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More Power Outages Possible
Story Filed: Monday, March 13, 2000 6:59 PM EST
WASHINGTON (AP) -- Rapid change in the electricity industry is causing reliability problems that could increase the likelihood of power outages this summer, Energy Secretary Bill Richardson said Monday.
He urged Congress to enact legislation that would require mandatory reliability standards for wholesale power producers to provide additional protection against power disruptions as the industry becomes more competitive.
Congress must pass legislation to restructure the electric utility industry as it becomes competitive or risk ``more long, hot summers of outages in America's cities,'' Richardson told a meeting of mayors and other local officials.
Lawmakers for several years have been considering legislation that would establish a national program of electricity industry deregulation, ending the historic monopolies utilities have had in their local service areas.
Many states already have moved toward some degree of competition, allowing consumers to choose their supplier of electricity, although the actual power still would come over the same local distribution system. National electricity deregulation bills have been stymied by disagreements among various segments of the $200 billion electric power industry, and opposition from some states where electricity already is cheap.
But an Energy Department report says the transition to competition has strained transmission and distribution lines, and caused some utilities to focus on competing for markets, cutting costs and maximizing prices, instead of assuring that power is kept flowing.
The final report was released Monday, although much of its key findings were made public in an interim document in January. Richardson said the review's findings ``conclude that without action (on the federal level) things could get worse before they get better.''
Last week, Richardson told a conference of state regulators that the system of voluntary reliability rules, established by the industry itself, is inadequate in the current competitive market system.
``We need mandatory reliability standards for (wholesale) power providers,'' Richardson reiterated Monday in his address to the National League of Cities. That would require action by Congress as part of an electricity industry restructuring bill.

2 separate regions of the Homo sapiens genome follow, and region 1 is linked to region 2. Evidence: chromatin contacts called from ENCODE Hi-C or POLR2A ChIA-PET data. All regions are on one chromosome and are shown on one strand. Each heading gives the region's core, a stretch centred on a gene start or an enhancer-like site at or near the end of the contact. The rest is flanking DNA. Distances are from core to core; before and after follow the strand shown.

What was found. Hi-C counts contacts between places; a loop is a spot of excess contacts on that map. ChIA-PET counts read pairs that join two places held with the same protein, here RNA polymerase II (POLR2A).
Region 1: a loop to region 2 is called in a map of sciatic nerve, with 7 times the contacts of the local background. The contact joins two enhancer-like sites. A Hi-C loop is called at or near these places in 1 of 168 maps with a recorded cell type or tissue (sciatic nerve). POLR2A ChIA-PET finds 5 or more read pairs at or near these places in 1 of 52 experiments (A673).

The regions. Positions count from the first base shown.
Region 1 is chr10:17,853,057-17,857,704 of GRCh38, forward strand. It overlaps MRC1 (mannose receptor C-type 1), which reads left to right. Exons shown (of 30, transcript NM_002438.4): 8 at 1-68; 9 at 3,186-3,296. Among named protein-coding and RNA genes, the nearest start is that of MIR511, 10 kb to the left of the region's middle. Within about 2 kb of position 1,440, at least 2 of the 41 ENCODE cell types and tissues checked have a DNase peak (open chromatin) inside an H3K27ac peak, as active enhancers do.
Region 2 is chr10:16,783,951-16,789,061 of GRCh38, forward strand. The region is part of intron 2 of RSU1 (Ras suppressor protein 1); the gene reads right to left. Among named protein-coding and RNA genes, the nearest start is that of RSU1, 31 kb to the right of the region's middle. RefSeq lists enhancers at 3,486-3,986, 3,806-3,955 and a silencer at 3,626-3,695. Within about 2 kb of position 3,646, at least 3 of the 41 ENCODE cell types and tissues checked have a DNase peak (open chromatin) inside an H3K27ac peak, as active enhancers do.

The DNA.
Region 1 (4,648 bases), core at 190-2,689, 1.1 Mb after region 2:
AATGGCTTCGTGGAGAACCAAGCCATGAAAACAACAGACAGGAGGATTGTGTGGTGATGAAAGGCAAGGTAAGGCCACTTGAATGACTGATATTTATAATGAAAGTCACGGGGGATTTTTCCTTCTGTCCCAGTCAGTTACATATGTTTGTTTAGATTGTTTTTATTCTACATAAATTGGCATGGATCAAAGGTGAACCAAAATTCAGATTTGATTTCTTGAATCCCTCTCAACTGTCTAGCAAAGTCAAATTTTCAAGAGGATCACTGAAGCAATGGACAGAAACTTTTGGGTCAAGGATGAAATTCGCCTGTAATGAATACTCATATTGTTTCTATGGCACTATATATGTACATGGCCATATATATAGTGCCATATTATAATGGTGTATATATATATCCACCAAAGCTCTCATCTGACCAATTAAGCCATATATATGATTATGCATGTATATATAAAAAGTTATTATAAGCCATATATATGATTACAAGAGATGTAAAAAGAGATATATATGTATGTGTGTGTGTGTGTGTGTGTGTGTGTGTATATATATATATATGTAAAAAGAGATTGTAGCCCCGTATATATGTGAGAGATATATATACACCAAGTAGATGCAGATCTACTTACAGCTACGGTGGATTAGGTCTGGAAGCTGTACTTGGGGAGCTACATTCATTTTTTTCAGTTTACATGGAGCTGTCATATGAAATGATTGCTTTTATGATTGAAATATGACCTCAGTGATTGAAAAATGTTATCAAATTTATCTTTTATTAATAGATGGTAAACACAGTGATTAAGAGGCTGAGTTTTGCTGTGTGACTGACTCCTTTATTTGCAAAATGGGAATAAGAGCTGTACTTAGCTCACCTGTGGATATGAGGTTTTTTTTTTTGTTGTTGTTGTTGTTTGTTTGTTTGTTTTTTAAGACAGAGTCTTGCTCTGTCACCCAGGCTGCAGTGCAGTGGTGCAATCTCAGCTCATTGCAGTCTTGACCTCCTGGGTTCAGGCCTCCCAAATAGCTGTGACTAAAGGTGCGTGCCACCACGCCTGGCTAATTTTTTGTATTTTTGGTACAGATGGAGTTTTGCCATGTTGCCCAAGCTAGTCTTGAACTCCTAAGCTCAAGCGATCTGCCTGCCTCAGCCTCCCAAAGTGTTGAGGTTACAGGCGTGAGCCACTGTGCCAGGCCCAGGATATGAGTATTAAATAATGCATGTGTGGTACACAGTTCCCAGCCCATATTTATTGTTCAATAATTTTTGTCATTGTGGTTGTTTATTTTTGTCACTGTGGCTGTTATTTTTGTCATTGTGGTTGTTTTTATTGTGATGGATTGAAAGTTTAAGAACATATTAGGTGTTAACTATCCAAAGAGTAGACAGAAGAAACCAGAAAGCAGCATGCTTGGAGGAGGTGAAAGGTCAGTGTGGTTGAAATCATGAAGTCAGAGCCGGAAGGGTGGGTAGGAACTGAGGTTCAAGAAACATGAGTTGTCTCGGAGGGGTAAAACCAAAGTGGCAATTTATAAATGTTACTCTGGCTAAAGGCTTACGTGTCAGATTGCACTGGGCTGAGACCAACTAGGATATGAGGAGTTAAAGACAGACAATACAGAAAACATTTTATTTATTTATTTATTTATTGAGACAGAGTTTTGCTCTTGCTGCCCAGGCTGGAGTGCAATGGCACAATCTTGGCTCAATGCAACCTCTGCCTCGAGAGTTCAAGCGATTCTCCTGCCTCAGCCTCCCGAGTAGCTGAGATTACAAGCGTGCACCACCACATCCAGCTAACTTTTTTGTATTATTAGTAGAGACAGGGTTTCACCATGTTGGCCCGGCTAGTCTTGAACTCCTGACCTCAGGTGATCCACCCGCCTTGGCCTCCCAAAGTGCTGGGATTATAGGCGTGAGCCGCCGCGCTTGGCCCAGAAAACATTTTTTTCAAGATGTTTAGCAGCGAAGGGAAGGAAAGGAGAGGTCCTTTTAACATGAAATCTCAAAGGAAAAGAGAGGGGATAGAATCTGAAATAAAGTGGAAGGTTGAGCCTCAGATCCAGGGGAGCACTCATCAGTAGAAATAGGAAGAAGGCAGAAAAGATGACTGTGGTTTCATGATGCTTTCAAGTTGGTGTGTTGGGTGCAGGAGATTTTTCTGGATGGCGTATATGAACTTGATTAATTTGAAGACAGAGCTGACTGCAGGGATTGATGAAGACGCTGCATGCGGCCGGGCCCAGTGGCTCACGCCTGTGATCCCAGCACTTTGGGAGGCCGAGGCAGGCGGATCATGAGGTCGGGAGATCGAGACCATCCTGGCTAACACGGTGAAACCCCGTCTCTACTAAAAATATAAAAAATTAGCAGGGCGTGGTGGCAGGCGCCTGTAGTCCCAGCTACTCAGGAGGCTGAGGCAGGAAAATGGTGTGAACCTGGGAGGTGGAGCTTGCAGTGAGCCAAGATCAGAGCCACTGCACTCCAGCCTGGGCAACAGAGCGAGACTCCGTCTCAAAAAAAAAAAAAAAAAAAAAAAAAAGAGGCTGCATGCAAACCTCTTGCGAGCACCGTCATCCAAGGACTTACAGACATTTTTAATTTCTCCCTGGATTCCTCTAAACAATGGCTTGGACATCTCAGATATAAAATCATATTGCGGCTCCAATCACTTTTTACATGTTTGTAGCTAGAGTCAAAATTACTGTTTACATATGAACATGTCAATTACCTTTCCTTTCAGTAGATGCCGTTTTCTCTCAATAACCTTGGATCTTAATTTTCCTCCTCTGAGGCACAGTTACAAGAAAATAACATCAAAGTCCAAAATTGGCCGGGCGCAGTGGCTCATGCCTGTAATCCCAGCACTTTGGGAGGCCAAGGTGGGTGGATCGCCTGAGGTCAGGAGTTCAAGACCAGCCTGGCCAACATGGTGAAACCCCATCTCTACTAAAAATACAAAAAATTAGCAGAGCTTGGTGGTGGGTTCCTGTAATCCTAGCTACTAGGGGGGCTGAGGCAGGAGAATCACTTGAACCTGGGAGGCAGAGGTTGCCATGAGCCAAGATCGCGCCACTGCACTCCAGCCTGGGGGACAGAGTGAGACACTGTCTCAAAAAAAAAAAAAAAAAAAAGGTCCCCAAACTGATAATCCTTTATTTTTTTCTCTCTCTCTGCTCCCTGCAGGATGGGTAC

Richardson also has raised concerns about large power providers manipulating prices.
Despite the movement toward competition, electricity supply in some parts of the country remains ``highly concentrated in the hands of only a few companies,'' Richardson said.
``This raises a warning flag that these companies will be able to dominate the market and raise prices,'' he recently told a conference of state utility regulators. He accused ``a handful of utilities and other organizations'' of using a ``state's rights'' argument to block federal rules needed to ensure reliability and market power abuses.
The DOE report released Monday said that while many states have made significant progress in developing competitive electricity markets, their efforts to develop market-based mechanisms to ensure against power disruptions have lagged behind.
The report was prepared by a task force, made up of power industry experts from the government and private industry. They were asked to examine power disruptions and electricity price spikes that occurred during high electricity demand last summer and how to prevent a repeat of the same problems this summer.
The incidents examined included outages last summer in Chicago, New York City, Long Island, New Jersey, parts of the mid-Atlantic states, Mississippi, Arkansas, Texas and Louisiana as well as some non-outage electricity grid disturbances in New England and the mid-Atlantic states.
Copyright ) 2000 Associated Press Information Services, all rights reserved.
-- (Dee360Degree@aol.com), March 13, 2000